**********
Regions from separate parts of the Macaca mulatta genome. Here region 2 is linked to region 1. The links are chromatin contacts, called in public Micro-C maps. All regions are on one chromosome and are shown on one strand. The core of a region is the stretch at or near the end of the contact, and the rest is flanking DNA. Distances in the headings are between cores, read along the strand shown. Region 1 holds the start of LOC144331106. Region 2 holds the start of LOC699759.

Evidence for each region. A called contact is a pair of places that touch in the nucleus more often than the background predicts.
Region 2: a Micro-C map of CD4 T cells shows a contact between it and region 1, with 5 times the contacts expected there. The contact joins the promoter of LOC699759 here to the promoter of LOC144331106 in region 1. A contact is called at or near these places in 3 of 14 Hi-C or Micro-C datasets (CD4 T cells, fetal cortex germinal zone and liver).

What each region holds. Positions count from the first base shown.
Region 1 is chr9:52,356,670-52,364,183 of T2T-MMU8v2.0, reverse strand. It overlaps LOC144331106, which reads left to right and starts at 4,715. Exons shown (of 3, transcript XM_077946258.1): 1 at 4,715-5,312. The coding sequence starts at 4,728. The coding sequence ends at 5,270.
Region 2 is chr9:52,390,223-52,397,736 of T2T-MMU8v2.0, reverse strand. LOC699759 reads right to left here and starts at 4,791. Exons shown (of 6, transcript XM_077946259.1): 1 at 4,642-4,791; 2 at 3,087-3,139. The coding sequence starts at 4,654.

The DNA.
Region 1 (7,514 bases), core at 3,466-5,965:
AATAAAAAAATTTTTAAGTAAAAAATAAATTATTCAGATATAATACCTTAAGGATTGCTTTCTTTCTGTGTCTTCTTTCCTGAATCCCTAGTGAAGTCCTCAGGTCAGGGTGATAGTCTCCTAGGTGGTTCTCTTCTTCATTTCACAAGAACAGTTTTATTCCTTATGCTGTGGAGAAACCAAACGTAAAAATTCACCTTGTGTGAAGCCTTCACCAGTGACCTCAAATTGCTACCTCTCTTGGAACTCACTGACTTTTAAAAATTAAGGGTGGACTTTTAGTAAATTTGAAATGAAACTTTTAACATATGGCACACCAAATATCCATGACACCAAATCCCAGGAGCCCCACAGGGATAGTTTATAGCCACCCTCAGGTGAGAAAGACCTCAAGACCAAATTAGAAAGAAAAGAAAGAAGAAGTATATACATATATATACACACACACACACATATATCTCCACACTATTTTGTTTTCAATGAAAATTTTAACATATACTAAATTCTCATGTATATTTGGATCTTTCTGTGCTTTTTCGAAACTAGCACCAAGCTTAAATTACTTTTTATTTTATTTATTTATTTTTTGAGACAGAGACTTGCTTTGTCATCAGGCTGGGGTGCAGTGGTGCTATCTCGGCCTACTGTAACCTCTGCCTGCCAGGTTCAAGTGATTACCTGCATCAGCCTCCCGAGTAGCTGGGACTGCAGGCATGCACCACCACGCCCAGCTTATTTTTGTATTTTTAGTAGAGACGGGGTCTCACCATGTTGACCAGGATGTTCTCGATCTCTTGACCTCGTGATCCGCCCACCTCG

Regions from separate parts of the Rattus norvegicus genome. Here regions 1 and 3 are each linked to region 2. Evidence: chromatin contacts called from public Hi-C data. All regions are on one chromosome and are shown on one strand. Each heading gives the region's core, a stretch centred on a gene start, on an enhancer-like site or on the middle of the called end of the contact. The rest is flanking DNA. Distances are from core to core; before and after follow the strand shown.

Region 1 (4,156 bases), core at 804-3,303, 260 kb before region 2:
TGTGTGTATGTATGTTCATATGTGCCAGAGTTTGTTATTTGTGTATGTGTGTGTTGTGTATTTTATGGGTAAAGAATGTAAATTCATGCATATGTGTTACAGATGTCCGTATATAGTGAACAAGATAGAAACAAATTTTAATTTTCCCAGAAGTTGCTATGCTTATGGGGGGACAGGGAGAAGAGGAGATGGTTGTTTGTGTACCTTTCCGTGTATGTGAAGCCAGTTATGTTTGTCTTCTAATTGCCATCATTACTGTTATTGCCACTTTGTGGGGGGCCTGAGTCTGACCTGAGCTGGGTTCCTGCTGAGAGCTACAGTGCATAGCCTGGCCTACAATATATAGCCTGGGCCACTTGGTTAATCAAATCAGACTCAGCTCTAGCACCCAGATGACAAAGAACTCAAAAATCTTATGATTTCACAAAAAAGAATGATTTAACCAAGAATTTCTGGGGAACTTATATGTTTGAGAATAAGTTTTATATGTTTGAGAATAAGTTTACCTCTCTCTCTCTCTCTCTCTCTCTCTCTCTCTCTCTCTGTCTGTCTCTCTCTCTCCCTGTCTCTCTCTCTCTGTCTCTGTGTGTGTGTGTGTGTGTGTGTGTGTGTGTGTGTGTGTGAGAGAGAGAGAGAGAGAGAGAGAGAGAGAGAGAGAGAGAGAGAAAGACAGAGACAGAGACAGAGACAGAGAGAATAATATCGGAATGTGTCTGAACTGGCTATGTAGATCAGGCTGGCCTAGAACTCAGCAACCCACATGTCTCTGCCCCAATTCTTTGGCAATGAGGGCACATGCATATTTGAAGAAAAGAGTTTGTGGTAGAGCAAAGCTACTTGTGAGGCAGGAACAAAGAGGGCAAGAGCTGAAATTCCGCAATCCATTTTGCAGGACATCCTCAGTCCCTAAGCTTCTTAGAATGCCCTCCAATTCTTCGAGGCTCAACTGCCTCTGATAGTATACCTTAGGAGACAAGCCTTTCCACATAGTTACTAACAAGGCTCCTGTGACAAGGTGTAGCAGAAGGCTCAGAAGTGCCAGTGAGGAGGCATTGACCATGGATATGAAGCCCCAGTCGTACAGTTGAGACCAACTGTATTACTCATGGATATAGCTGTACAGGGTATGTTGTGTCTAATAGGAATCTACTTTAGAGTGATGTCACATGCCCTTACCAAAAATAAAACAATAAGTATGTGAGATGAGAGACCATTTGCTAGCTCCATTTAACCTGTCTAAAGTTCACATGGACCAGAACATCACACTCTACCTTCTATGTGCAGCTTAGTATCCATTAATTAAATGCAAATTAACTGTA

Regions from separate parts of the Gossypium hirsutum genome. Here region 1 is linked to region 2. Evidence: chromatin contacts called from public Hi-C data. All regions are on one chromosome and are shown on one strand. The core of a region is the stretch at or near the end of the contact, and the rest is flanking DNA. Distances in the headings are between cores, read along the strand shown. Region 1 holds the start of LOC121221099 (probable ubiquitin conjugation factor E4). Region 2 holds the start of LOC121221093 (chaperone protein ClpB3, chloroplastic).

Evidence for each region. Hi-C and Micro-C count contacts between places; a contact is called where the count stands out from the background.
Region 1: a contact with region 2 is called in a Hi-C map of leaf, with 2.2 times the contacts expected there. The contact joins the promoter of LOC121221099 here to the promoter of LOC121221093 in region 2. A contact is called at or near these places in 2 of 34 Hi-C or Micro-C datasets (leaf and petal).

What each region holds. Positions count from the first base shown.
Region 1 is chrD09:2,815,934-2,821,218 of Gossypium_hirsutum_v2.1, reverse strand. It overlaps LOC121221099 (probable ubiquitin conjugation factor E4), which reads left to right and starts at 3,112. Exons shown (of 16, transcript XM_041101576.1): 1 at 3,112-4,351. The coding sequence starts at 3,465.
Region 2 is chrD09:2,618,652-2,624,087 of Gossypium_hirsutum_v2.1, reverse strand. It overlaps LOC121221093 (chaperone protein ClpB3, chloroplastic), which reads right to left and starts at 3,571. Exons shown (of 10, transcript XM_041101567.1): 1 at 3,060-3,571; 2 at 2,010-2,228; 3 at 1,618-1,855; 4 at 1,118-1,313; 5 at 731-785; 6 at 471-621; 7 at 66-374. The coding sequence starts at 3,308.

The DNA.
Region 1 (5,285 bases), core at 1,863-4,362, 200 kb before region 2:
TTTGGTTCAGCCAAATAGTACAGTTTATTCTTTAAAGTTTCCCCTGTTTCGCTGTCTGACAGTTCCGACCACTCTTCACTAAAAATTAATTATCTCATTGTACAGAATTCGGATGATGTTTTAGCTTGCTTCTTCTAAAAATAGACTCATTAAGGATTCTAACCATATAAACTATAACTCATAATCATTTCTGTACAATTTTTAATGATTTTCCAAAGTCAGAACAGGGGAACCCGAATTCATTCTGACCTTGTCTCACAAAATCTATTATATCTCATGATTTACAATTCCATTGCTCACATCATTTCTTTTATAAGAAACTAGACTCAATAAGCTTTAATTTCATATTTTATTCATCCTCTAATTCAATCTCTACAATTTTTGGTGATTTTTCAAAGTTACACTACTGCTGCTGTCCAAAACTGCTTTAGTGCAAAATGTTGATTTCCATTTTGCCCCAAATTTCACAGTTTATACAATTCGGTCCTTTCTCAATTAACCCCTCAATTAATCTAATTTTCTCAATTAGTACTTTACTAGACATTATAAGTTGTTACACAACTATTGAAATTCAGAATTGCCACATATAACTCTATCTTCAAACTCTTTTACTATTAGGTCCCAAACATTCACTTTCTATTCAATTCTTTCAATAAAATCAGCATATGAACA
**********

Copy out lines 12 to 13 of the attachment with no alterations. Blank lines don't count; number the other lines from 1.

TGTGTGTATGTATGTTCATATGTGCCAGAGTTTGTTATTTGTGTATGTGTGTGTTGTGTATTTTATGGGTAAAGAATGTAAATTCATGCATATGTGTTACAGATGTCCGTATATAGTGAACAAGATAGAAACAAATTTTAATTTTCCCAGAAGTTGCTATGCTTATGGGGGGACAGGGAGAAGAGGAGATGGTTGTTTGTGTACCTTTCCGTGTATGTGAAGCCAGTTATGTTTGTCTTCTAATTGCCATCATTACTGTTATTGCCACTTTGTGGGGGGCCTGAGTCTGACCTGAGCTGGGTTCCTGCTGAGAGCTACAGTGCATAGCCTGGCCTACAATATATAGCCTGGGCCACTTGGTTAATCAAATCAGACTCAGCTCTAGCACCCAGATGACAAAGAACTCAAAAATCTTATGATTTCACAAAAAAGAATGATTTAACCAAGAATTTCTGGGGAACTTATATGTTTGAGAATAAGTTTTATATGTTTGAGAATAAGTTTACCTCTCTCTCTCTCTCTCTCTCTCTCTCTCTCTCTCTCTGTCTGTCTCTCTCTCTCCCTGTCTCTCTCTCTCTGTCTCTGTGTGTGTGTGTGTGTGTGTGTGTGTGTGTGTGTGTGTGAGAGAGAGAGAGAGAGAGAGAGAGAGAGAGAGAGAGAGAGAGAAAGACAGAGACAGAGACAGAGACAGAGAGAATAATATCGGAATGTGTCTGAACTGGCTATGTAGATCAGGCTGGCCTAGAACTCAGCAACCCACATGTCTCTGCCCCAATTCTTTGGCAATGAGGGCACATGCATATTTGAAGAAAAGAGTTTGTGGTAGAGCAAAGCTACTTGTGAGGCAGGAACAAAGAGGGCAAGAGCTGAAATTCCGCAATCCATTTTGCAGGACATCCTCAGTCCCTAAGCTTCTTAGAATGCCCTCCAATTCTTCGAGGCTCAACTGCCTCTGATAGTATACCTTAGGAGACAAGCCTTTCCACATAGTTACTAACAAGGCTCCTGTGACAAGGTGTAGCAGAAGGCTCAGAAGTGCCAGTGAGGAGGCATTGACCATGGATATGAAGCCCCAGTCGTACAGTTGAGACCAACTGTATTACTCATGGATATAGCTGTACAGGGTATGTTGTGTCTAATAGGAATCTACTTTAGAGTGATGTCACATGCCCTTACCAAAAATAAAACAATAAGTATGTGAGATGAGAGACCATTTGCTAGCTCCATTTAACCTGTCTAAAGTTCACATGGACCAGAACATCACACTCTACCTTCTATGTGCAGCTTAGTATCCATTAATTAAATGCAAATTAACTGTA

Regions from separate parts of the Gossypium hirsutum genome. Here region 1 is linked to region 2. Evidence: chromatin contacts called from public Hi-C data. All regions are on one chromosome and are shown on one strand. The core of a region is the stretch at or near the end of the contact, and the rest is flanking DNA. Distances in the headings are between cores, read along the strand shown. Region 1 holds the start of LOC121221099 (probable ubiquitin conjugation factor E4). Region 2 holds the start of LOC121221093 (chaperone protein ClpB3, chloroplastic).